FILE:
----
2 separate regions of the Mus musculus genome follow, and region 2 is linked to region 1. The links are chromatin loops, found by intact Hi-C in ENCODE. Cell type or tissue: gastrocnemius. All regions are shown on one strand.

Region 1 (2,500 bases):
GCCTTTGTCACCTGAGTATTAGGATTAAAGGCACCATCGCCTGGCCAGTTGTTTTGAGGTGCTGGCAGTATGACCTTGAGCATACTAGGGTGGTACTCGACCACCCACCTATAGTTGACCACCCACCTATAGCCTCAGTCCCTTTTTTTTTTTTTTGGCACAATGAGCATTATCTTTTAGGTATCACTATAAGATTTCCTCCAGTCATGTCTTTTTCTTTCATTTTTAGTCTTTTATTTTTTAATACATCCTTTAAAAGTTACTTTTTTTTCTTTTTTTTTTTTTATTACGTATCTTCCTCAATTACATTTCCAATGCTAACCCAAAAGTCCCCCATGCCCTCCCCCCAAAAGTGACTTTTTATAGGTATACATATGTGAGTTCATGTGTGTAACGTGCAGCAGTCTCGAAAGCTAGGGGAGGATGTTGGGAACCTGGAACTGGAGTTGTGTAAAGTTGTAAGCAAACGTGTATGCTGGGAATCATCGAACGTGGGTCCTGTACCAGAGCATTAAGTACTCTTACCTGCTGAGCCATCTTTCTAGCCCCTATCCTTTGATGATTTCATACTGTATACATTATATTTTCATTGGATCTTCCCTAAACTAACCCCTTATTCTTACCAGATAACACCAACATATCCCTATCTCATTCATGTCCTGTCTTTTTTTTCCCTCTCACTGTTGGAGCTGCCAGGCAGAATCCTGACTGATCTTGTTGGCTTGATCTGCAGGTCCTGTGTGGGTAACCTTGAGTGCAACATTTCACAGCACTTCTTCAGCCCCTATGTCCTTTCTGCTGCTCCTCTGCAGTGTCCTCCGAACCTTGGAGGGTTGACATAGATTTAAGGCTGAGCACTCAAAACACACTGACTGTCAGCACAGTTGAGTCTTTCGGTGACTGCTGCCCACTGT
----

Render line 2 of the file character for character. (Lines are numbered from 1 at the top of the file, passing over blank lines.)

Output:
Region 1 (2,500 bases):